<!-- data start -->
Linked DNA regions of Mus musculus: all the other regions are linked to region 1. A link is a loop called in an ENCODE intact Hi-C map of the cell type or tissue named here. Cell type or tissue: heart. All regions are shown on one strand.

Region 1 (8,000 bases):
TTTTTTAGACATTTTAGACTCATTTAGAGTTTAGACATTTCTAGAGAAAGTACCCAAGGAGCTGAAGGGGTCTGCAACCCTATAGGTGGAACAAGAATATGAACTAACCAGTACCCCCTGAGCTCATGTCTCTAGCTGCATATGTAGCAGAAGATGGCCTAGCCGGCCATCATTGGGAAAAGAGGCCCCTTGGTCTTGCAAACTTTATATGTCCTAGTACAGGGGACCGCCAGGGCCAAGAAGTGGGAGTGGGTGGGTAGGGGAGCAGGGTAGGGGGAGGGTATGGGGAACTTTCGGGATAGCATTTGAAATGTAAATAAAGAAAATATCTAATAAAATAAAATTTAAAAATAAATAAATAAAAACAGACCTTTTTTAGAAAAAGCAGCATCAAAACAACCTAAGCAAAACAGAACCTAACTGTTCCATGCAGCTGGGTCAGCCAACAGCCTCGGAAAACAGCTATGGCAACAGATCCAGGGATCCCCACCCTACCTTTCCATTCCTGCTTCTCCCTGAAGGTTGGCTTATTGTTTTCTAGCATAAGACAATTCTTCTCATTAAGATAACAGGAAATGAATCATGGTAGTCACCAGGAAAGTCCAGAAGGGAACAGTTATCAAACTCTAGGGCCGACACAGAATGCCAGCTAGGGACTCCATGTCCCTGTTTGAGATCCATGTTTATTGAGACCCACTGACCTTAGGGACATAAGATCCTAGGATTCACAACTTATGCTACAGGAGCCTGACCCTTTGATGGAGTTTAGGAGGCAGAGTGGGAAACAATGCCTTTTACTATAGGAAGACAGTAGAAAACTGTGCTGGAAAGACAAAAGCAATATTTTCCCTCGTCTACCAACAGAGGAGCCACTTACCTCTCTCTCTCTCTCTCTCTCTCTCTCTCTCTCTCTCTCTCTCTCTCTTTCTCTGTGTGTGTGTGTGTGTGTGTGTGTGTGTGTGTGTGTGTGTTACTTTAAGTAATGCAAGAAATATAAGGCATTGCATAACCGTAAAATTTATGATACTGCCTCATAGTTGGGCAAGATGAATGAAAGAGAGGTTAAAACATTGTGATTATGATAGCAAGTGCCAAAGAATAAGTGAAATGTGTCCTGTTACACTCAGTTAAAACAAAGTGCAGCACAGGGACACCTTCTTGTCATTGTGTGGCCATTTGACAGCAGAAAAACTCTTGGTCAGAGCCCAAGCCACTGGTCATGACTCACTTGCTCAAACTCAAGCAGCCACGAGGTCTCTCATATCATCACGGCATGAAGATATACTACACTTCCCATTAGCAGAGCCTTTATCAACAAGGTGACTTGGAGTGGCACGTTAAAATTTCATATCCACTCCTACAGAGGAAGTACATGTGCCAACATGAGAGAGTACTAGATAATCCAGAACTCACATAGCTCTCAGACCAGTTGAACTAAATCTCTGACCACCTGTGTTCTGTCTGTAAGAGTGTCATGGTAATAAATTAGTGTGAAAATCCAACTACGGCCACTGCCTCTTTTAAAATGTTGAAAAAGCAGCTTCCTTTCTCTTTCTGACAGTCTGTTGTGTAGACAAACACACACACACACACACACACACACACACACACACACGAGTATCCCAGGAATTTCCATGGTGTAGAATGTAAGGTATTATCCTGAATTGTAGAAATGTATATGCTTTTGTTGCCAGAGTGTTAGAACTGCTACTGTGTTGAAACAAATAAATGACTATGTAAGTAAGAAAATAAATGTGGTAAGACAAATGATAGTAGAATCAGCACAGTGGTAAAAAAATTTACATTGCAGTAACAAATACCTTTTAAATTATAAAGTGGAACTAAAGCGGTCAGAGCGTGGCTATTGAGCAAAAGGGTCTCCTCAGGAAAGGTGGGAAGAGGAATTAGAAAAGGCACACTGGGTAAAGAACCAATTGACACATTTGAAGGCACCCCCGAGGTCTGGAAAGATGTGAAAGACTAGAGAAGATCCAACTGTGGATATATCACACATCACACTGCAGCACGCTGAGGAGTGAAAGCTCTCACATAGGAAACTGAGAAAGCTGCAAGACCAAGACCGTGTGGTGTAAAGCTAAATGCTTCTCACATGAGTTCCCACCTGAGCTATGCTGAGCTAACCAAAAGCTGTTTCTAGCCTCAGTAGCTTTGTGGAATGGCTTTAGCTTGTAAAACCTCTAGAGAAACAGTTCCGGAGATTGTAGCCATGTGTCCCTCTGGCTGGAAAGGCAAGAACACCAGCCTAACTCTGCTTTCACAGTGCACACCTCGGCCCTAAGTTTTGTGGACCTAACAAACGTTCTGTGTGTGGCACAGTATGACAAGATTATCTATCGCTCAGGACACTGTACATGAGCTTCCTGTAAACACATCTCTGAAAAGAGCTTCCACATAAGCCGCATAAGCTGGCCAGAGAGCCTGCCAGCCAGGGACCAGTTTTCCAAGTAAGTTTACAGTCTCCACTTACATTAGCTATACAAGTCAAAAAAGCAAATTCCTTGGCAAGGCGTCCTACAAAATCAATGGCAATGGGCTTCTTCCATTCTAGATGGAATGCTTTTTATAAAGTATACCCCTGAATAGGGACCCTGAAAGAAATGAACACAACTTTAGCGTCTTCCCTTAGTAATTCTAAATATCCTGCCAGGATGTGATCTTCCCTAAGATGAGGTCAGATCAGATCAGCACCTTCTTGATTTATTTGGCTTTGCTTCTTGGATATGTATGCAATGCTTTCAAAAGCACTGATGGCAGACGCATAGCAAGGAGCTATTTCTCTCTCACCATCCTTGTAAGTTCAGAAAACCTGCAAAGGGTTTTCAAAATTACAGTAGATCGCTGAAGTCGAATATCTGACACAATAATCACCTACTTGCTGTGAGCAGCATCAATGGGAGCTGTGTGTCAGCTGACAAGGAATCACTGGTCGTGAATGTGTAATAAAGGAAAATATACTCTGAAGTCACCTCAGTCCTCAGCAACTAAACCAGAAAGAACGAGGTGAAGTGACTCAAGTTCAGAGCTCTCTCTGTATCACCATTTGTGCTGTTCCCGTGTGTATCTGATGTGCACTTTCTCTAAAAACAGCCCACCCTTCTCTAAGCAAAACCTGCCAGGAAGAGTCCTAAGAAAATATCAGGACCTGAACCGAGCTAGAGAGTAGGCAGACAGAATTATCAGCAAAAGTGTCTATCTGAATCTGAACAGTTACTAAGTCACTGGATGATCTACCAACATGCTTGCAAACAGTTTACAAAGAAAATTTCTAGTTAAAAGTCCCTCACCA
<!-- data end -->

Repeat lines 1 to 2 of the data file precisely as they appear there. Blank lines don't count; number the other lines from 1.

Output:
Linked DNA regions of Mus musculus: all the other regions are linked to region 1. A link is a loop called in an ENCODE intact Hi-C map of the cell type or tissue named here. Cell type or tissue: heart. All regions are shown on one strand.

Region 1 (8,000 bases):